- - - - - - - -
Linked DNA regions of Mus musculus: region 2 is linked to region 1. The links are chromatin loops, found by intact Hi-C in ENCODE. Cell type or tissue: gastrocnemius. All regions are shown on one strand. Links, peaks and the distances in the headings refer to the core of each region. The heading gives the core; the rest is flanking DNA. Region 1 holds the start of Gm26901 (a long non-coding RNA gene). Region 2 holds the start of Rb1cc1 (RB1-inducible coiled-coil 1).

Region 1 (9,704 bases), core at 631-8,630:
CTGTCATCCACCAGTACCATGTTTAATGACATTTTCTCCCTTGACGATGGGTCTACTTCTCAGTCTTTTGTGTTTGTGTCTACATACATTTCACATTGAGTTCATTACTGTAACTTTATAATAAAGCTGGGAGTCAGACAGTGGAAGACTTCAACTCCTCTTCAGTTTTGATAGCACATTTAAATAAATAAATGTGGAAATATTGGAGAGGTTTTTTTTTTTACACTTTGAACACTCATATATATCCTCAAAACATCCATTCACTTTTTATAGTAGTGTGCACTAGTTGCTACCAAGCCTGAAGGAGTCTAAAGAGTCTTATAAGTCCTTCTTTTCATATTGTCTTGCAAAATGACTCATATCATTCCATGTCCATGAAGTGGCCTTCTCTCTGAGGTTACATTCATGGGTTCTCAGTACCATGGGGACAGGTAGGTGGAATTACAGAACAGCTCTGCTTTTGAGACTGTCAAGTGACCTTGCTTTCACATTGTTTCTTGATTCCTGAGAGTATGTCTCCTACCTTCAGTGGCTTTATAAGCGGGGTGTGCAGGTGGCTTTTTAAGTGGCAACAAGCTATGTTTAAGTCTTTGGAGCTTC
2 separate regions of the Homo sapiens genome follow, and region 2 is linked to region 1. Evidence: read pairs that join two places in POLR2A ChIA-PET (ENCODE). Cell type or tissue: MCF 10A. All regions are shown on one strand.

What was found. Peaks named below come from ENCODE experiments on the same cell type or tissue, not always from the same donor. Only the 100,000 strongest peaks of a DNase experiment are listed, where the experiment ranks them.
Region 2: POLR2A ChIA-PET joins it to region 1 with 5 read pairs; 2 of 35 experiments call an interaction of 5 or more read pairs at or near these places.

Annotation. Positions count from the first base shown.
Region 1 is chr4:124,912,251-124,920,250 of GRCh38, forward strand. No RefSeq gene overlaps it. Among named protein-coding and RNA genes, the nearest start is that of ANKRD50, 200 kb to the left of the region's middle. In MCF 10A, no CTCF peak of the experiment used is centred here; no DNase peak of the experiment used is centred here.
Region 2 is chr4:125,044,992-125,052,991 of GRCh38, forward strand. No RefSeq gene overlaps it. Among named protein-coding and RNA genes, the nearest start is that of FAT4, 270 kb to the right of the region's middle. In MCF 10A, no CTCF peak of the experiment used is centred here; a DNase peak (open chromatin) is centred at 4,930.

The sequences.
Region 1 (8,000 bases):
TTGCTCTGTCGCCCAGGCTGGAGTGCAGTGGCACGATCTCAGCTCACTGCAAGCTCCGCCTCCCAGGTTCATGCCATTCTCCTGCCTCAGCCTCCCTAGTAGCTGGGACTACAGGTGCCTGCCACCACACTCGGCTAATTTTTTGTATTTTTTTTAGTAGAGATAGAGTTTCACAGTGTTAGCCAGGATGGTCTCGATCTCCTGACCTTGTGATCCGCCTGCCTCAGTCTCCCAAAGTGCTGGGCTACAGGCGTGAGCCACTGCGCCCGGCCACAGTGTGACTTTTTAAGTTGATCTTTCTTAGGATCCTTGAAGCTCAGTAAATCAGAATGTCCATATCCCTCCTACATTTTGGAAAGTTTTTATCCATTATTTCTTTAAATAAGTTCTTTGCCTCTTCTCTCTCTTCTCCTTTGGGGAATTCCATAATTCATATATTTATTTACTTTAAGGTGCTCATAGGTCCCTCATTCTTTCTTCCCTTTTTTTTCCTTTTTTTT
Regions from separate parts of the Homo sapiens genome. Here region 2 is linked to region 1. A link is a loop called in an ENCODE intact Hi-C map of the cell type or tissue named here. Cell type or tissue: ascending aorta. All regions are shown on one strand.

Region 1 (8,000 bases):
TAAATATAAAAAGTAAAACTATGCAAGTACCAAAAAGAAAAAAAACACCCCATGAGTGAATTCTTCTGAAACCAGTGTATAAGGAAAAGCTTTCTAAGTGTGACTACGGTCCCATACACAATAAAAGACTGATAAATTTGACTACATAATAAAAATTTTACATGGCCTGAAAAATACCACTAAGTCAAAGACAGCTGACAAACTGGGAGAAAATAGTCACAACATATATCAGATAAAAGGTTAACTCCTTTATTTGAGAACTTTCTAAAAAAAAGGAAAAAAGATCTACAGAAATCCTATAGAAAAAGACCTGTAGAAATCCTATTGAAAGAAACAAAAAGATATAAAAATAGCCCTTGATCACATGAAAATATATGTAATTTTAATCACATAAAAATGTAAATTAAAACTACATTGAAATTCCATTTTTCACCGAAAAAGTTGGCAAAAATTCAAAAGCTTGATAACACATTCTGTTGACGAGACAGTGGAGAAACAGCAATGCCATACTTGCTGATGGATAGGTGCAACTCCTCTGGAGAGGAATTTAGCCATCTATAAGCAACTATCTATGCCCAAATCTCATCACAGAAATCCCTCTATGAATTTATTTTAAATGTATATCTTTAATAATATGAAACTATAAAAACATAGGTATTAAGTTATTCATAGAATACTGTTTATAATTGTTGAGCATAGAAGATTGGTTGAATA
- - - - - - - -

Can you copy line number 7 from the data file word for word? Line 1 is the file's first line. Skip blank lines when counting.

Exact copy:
Annotation. Positions count from the first base shown.